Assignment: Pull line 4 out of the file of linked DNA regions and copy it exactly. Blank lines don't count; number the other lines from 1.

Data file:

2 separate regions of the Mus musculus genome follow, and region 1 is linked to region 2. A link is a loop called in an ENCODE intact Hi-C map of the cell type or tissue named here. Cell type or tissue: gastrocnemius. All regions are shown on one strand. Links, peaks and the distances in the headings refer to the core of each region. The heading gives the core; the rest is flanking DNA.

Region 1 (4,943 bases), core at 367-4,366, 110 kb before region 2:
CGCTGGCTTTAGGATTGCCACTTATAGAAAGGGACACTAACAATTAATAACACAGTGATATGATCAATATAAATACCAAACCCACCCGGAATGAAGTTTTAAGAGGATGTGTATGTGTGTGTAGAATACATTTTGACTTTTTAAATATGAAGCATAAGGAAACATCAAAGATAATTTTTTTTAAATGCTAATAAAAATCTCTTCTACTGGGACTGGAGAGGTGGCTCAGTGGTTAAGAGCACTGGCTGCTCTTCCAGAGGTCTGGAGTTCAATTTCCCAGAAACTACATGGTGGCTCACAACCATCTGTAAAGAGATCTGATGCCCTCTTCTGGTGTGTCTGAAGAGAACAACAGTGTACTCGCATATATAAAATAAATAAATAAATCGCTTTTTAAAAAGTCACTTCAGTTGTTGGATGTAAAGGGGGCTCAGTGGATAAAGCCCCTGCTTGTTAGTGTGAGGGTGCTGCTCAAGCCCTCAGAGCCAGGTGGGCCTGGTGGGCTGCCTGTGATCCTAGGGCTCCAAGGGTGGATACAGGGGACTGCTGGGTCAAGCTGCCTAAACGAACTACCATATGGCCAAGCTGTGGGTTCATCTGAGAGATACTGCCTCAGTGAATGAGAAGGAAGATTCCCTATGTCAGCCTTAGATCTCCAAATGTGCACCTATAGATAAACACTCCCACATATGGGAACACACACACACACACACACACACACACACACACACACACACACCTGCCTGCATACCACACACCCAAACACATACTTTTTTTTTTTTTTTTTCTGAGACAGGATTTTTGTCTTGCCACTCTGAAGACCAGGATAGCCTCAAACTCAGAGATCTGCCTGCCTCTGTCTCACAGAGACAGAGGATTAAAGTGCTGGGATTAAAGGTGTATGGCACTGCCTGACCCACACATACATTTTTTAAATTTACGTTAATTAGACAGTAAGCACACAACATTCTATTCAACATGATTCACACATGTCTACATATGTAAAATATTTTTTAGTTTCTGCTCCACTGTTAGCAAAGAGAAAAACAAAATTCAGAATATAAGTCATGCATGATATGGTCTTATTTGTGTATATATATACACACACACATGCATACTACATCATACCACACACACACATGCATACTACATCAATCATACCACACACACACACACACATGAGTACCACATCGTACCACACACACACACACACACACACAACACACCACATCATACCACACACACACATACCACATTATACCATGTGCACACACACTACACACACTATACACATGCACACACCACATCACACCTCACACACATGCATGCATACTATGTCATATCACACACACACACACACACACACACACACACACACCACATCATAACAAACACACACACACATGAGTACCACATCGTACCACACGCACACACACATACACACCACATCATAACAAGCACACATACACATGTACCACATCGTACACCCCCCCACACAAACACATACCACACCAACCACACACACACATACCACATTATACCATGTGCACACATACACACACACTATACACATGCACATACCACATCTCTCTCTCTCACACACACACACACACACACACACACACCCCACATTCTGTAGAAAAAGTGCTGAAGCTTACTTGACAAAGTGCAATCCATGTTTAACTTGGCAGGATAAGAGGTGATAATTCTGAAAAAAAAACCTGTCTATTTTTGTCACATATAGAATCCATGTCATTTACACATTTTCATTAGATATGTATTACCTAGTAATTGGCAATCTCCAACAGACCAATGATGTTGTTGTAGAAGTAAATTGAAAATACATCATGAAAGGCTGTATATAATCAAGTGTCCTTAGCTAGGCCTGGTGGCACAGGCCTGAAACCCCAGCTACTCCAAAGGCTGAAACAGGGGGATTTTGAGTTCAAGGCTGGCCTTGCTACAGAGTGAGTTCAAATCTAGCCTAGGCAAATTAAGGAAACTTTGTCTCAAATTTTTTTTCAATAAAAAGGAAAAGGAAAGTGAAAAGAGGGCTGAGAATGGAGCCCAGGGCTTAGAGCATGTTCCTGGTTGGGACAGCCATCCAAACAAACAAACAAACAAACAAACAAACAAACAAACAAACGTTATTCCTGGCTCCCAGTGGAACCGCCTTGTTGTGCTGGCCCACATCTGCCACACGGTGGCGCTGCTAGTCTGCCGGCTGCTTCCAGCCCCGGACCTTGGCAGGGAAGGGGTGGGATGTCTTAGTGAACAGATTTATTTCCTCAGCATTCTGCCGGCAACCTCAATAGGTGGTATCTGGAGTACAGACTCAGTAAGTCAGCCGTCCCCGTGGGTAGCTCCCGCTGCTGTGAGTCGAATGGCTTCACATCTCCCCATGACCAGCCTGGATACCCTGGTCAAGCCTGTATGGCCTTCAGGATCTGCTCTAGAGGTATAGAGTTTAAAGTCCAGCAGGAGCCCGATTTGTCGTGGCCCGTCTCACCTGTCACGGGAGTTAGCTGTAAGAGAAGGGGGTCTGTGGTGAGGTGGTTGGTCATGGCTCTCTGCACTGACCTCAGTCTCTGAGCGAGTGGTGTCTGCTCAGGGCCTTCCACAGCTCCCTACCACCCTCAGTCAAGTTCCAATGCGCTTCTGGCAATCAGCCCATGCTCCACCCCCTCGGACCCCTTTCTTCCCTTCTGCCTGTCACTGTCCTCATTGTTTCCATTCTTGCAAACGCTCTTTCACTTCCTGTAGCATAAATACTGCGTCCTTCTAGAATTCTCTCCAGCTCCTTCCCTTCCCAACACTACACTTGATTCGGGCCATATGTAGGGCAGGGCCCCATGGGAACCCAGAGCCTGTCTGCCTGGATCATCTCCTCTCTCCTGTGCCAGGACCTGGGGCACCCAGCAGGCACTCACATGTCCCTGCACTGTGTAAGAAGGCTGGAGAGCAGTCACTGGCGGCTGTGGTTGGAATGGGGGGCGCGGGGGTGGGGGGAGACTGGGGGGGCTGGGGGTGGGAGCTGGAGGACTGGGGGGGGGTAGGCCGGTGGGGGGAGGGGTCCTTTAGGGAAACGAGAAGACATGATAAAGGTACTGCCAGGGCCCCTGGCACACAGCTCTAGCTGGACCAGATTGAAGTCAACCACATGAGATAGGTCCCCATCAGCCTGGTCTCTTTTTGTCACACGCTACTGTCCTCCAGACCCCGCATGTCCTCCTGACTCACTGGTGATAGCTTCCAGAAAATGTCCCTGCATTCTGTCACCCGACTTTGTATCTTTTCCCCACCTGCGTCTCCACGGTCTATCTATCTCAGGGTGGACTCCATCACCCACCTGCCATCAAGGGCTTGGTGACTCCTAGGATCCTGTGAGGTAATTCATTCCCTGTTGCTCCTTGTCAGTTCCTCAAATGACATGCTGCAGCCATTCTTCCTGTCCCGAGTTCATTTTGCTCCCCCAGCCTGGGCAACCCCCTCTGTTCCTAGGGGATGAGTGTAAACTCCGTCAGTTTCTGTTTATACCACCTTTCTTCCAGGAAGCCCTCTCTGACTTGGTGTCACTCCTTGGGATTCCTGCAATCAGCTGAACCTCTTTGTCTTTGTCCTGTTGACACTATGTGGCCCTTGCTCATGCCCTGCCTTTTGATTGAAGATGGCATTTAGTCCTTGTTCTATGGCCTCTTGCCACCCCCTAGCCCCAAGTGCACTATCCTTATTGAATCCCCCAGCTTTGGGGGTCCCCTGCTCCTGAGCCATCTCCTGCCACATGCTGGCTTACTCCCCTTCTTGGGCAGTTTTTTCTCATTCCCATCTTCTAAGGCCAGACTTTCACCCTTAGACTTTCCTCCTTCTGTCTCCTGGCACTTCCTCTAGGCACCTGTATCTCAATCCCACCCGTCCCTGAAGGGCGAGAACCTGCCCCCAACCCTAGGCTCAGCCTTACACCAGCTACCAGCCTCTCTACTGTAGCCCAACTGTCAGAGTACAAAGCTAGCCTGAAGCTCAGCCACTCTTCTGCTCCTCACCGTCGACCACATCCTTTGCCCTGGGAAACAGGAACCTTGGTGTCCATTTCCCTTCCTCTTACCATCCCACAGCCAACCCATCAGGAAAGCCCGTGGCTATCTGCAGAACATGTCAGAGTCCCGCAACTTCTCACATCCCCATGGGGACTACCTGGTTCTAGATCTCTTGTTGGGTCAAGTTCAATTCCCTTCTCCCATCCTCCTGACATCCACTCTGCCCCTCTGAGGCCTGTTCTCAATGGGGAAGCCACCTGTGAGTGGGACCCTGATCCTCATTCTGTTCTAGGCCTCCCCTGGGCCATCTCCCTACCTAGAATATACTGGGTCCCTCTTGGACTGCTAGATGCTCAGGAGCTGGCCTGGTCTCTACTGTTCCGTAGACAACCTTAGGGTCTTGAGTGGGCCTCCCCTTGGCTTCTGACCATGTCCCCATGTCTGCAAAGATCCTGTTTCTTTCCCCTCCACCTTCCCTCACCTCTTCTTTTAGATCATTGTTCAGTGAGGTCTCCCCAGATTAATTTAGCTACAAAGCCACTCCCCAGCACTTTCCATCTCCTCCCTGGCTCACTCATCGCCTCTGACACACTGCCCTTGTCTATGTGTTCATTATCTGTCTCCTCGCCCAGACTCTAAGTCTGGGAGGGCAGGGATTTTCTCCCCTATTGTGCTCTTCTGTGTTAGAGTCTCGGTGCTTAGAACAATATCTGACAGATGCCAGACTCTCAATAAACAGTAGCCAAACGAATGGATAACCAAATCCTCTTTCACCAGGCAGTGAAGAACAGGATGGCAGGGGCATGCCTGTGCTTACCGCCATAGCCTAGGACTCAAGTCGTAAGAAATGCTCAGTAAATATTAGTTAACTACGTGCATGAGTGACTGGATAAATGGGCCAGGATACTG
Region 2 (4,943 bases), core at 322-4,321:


Region 2 (4,943 bases), core at 322-4,321: